By Mike Lynch
This is the last full week of summer with astronomical autumn starting Sept. 22.
In the meantime, this week will be lit up nearly 24 hours with sunlight by day and moonlight by night because we have more or less a full moon all week.
The exact night of the full moon is Thursday night to Friday morning. Since it’s close to the autumnal equinox it’s called the harvest moon.
Astronomically, what makes the harvest moon so special is that is rises only about 20 minutes later each night instead of the usual 45 to 50 minutes later each evening, so there isn’t as much of gap between the time the sun goes down and the moon rises
Like any full moon on the rise, the harvest moon sports an orange hue of varying degrees, depending on the clarity of Earth’s atmosphere.
That’s because the moon’s light has to plow through more of Earth’s atmosphere when it’s close to the horizon and that scatters away all but orange and red components of the moon’s light.
When the moon gets higher its light doesn’t have to fight its way through as much atmosphere and it turns white.
The moon also seems a lot larger when it’s rising or setting. That’s just an optical illusion. The same thing happens with the sun and even constellations when they’re close to the horizon.
While you’re getting moonstruck watching the moon rising in the east take a half turn and you’ll see a couple of planets in wonderful celestial hug in the west-southwest sky.
They’re the planets Venus and Saturn. Venus looks like a super bright star with Saturn, not nearly as bright just to the upper right of Venus.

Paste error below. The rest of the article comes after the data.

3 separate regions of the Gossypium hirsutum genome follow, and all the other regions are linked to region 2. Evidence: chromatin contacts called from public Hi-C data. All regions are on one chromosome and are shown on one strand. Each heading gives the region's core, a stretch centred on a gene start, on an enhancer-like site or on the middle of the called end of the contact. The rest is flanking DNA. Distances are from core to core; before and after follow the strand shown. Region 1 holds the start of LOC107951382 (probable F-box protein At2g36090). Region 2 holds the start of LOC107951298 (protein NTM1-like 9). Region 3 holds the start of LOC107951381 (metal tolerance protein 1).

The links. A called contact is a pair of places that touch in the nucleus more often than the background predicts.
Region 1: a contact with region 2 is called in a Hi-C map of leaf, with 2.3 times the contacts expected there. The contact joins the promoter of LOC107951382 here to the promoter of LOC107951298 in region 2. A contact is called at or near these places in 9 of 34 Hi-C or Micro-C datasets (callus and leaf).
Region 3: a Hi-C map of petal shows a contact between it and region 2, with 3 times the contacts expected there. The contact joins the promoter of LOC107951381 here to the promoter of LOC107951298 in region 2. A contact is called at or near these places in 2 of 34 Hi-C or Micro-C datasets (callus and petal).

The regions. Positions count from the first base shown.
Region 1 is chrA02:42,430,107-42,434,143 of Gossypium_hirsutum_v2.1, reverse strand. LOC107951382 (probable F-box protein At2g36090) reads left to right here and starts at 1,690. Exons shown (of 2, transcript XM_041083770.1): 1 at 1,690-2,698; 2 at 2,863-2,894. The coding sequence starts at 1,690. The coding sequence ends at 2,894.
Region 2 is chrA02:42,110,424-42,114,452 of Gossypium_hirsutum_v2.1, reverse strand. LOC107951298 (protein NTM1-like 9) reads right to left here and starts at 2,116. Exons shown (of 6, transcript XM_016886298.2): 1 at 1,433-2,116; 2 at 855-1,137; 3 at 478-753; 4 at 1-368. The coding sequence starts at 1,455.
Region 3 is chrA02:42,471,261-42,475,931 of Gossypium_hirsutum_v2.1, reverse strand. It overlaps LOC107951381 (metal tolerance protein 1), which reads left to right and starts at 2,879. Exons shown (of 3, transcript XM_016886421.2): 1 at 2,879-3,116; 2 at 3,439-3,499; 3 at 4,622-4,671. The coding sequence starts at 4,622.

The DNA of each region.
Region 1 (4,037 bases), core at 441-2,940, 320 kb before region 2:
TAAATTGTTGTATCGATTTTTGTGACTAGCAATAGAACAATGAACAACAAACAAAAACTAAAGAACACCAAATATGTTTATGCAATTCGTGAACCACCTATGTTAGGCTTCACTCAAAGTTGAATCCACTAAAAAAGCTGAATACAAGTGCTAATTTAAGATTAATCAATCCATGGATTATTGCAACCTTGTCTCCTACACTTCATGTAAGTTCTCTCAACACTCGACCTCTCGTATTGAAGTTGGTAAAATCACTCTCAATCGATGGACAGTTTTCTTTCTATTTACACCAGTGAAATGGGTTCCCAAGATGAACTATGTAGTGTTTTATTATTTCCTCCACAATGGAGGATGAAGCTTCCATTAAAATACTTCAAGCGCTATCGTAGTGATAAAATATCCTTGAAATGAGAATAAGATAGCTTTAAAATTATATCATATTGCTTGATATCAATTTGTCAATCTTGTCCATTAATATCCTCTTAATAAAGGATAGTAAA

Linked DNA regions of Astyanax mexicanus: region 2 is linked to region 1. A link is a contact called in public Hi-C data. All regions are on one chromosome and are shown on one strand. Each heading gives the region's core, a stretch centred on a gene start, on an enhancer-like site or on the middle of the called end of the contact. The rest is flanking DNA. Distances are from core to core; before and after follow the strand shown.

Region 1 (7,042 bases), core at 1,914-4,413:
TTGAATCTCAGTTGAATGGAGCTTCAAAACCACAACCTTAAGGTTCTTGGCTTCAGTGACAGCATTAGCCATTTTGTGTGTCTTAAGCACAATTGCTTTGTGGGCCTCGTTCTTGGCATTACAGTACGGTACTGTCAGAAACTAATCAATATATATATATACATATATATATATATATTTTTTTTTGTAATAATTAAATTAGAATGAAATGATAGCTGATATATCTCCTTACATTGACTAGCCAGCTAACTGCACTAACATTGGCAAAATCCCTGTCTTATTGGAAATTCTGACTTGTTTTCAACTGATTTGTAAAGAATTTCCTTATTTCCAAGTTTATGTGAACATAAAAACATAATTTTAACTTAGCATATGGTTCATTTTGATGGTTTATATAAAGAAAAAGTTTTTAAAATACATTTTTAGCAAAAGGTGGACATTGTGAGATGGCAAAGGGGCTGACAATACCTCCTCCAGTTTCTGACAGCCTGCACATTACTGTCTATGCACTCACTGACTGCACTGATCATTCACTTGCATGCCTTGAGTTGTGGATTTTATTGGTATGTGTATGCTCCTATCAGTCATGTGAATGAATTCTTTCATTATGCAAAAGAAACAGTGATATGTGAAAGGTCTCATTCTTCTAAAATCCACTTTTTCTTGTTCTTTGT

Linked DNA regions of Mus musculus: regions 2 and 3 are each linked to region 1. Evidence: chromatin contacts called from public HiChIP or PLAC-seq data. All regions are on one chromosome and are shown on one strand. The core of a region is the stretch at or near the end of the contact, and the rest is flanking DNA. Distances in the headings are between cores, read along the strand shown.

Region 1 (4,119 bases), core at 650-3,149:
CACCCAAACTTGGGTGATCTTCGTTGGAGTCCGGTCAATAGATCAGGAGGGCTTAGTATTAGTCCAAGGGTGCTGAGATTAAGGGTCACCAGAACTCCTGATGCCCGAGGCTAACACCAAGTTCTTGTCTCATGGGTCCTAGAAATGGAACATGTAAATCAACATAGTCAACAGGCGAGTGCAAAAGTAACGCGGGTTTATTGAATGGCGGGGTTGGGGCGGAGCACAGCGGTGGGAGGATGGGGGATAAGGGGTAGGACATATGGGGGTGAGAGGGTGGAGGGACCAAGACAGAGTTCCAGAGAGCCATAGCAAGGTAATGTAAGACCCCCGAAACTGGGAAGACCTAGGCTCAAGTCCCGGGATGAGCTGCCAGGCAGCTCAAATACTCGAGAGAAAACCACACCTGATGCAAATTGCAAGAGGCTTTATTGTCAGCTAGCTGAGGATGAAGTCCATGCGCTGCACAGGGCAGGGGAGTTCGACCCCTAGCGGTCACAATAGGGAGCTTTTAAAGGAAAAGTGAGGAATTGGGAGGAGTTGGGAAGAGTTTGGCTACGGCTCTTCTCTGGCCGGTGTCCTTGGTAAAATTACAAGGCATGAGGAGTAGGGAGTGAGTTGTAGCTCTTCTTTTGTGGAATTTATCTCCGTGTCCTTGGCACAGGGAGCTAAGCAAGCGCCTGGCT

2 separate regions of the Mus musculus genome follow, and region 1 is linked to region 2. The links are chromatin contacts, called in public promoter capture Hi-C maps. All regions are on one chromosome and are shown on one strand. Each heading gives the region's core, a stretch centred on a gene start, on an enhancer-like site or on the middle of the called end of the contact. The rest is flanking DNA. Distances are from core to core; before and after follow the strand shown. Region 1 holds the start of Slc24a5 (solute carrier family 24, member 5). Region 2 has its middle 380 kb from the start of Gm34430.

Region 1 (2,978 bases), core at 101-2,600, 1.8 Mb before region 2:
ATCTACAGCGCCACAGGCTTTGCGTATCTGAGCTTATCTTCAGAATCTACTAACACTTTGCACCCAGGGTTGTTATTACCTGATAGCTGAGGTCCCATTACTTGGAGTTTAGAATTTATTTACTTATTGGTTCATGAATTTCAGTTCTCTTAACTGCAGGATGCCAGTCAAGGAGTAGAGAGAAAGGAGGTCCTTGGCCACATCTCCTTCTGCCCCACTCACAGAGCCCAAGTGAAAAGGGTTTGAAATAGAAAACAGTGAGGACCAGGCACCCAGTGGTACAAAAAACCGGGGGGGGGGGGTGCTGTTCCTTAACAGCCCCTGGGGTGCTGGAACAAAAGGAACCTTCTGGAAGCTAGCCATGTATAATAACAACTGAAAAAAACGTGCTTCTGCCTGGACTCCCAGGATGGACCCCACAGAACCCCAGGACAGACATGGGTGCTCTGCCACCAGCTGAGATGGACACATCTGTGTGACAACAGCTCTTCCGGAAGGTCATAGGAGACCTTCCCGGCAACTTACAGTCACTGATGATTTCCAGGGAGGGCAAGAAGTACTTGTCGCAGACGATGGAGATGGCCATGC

Through even a small telescope you should be able to make out the ring system of Saturn although it’ll be really fuzzy since Saturn is so close to the horizon. Saturn is way, way larger than Venus but is about 10 times farther away. Venus is only about 92 million miles away while Saturn’s nearly a billion miles distant.
In the midnight hour the moon will be beaming in the southern sky. With the naked eye you can easily see the dark areas called maria. They are the volcanic plains of the moon.
The darker maria form “the man on moon.” The white areas are the highlands and mountains.
If you check out our lunar neighbor with a telescope I would highly advise looking though sunglasses. It’s so bright you could earn yourself a big time headache.
Look in the low eastern sky for a cute little cluster of stars known as the Pleiades, or “Seven Little Sisters”..
It’s a cluster of young stars a little more than 400 light-years away, all born together about 100 million years ago.
Early in the morning before sunrise you’ll see the harvest moon heading toward the western horizon and starting to turn orange again.
Meanwhile the eastern half of the sky will be lit up like a Christmas tree with so many bright stars and constellations. I call that part of the sky “Orion and his Gang”: Orion the Hunter with three bright stars in a row that make up his belt.
As a bonus the brightest star you can see in the east is actually the planet Jupiter.
Mike Lynch is an astronomer and professional broadcast meteorologist for WCCO Radio in Minneapolis and is author of “Stars, a Month by Month Tour of the Constellations.” Check his website, www.lynchandthestars.com.
The Everett Astronomical Society: www.everettastro.org/.